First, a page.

Pipeline issues

Asked, no doubt by some ignorant journalist, for the secret of her ageless maternal beauty, Sophia Loren, the Italian movie star, proclaimed:

“Everything you see, I owe to pasta.”

(Really, there is no improving on an Italian girl; so long as she is pre-Vatican II.)

I gather she made this remark or something like it several times, in defiance of the voracious dieting habits of her younger, bulimiac, stick-figure contemporaries. She goes to lunch with them and finds herself the only one eating.

Well, she recalled, from her own desperately impoverished childhood in war-time Campania, “Someone has to survive.” … Starch is important.

In my case it was beans and wieners. I suspected the wieners, too, were made of beans. Pythagoras (also well-known in Magna Graecia) would have been appalled.

My culinary education began with my mother, though she was not present for it. This because, she was a nurse. At a time of staff shortages occasioned by the Baby Boom (remember? it really happened!) she was volunteering nights in the local hospital. My father, sister, and I (to say nothing of my cat, Boefferina), still had to eat, however, and my father — like many XY males — could not be trusted to boil an egg. Anything more elaborate, he would have killed us all. My little sister, an XX female, showed more presence of mind in a kitchen, but having reasoned that the person who makes dinner may escape doing the dishes, I volunteered for cooking. This was of further benefit to my wee sibling, for it helped her to develop her operatic skills.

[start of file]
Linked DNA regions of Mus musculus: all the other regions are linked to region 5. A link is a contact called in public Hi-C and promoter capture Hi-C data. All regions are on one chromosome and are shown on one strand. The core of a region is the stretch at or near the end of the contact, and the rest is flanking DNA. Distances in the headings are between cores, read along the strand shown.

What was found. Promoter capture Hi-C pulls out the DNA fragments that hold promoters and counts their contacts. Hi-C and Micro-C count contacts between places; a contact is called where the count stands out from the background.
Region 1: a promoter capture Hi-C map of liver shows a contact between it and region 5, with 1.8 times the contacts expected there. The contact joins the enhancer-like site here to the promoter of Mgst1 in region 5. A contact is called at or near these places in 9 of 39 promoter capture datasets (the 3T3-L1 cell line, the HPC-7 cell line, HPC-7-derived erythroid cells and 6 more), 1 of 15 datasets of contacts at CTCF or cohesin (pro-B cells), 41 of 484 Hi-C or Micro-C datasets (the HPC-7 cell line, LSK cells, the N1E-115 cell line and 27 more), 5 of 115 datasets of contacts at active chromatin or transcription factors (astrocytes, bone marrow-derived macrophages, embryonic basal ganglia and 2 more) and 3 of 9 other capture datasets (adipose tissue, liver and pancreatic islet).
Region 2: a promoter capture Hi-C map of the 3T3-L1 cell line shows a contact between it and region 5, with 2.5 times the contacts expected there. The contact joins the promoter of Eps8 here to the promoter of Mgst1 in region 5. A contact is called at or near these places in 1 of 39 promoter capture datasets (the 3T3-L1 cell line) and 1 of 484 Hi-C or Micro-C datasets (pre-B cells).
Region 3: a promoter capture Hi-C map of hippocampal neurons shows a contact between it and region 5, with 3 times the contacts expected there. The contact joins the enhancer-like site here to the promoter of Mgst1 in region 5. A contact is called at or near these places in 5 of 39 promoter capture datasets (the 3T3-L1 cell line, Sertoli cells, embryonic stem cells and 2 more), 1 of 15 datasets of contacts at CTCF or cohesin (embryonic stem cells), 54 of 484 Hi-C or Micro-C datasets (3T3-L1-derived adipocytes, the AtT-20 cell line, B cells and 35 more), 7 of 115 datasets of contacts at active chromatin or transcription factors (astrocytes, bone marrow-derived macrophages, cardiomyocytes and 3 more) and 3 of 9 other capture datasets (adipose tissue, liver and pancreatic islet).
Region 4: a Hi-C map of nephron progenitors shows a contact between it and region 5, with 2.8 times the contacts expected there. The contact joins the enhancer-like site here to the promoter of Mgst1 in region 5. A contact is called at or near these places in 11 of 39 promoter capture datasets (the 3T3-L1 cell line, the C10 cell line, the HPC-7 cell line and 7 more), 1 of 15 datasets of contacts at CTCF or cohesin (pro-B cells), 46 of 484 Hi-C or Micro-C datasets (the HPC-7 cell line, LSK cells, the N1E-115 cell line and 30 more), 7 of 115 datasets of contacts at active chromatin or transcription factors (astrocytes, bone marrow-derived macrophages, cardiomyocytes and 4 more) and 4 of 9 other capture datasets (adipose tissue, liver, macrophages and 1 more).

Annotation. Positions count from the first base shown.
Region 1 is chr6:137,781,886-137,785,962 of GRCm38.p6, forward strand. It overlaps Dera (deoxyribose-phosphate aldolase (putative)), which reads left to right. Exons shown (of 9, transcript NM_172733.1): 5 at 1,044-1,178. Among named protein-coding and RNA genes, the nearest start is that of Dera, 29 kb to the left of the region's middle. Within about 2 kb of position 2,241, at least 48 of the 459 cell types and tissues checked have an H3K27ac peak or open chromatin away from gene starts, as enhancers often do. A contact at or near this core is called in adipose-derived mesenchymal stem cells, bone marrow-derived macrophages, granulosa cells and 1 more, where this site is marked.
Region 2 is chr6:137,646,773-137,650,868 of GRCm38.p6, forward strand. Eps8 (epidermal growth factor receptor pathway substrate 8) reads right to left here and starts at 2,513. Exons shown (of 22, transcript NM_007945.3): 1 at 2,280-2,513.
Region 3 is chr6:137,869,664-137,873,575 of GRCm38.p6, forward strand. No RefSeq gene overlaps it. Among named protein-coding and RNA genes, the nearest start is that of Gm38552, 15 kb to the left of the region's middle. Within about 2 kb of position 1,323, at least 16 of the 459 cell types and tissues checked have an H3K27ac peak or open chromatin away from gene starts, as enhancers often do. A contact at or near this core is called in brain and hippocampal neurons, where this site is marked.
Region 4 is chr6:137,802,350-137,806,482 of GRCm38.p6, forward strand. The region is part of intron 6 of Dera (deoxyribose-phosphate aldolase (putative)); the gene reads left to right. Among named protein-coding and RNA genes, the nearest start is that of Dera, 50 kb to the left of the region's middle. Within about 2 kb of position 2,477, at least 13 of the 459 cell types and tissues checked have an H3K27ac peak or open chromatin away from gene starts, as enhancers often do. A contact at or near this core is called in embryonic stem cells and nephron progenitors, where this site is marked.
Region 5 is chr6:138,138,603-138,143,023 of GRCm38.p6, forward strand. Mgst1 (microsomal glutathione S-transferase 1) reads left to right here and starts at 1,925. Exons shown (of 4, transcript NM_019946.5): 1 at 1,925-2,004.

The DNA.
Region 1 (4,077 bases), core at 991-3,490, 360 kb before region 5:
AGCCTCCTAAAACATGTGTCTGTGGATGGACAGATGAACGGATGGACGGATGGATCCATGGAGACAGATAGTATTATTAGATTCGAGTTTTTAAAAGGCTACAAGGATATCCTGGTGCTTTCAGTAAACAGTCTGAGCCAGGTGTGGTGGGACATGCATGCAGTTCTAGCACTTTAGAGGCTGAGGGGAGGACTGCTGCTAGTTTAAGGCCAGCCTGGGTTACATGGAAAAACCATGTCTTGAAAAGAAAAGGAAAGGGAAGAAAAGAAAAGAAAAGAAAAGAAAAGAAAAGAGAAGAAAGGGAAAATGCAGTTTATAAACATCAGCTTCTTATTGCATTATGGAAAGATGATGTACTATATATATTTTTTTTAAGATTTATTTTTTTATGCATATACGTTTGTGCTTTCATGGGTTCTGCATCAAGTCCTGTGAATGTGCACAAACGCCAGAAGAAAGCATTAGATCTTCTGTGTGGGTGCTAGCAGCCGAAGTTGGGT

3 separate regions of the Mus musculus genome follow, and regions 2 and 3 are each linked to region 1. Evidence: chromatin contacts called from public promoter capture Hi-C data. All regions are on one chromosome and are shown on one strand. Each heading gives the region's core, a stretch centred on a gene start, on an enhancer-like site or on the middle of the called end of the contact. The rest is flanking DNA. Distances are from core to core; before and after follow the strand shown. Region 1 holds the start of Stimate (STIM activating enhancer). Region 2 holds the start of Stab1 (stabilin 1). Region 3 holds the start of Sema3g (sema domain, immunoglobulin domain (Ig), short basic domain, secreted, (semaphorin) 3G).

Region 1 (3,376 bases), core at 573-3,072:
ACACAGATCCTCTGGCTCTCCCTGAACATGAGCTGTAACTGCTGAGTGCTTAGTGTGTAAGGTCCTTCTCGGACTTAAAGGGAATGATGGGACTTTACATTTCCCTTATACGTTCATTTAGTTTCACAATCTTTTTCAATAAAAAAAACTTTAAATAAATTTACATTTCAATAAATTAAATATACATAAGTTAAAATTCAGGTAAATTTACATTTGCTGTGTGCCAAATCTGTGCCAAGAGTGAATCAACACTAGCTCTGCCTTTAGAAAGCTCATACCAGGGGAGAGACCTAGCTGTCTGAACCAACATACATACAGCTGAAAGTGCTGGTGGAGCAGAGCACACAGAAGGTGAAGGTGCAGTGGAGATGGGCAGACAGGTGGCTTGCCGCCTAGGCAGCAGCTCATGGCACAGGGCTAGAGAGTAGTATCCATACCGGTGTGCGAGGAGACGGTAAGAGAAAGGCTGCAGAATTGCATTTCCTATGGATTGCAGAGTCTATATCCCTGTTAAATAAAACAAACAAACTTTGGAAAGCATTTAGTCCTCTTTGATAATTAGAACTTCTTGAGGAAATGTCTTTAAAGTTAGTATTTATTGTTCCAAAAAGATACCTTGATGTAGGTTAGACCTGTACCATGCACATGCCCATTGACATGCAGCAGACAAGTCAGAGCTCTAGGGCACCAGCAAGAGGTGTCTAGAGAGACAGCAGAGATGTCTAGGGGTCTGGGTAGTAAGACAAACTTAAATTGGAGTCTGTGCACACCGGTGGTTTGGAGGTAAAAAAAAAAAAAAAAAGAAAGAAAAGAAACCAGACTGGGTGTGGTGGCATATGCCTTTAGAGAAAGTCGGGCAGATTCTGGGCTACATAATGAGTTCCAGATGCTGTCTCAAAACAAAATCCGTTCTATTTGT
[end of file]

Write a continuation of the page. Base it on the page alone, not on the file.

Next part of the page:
Mama gave me hints, though, and set out the raw materials, before herself disappearing. “You take beans from this can, here, chop in those wieners, and make them hot in a pot on that stovetop over there.” By trial and error, I got the hang of it.

By the time I had reached a riper childhood, I was delegated two recipes for fudge (dark chocolate, and blonde caramel, respectively), and given one for shortbread cookies (from the back of a baking soda box). Along the way I had mastered the mashing of potatoes, with abounding butter and cream; and how an English pork sausage called a “banger” could be substituted for the industrial wieners. Too, although my taste was not shared, I discovered that by stirring a scant tablespoon of Colman’s “mustard flour” into the beans, I could make them quite lively. By today, I am beyond Heinz Beanz (except on Fridays), and operating within a wider universe of Northern sausages, tinned gigantic Mediterranean beans, and additives herbal, oily, and miscellaneous.

But never too far beyond.

Once, gathered in a pub in Edinburgh with some engineering types, envelopes and pencils, we did some calculations from the known import volume of baked beans in tomato sauce to the United Kingdom, from the USA. The challenge: to calculate the diameter of a pipe that could be laid under the Atlantic Ocean, between Boston and Glasgow, to transport this substance more economically.

It wasn’t a professional job. Things like the flow-rate were merely estimated. The question of tunnelling through the Mid-Atlantic Ridge was dealt with in a most desultory manner. Indeed, we barely scratched the surface of the problem of pumping baked beans under a constant pressure for several thousand miles. But if you can do it with petroleum, it must be a breeze.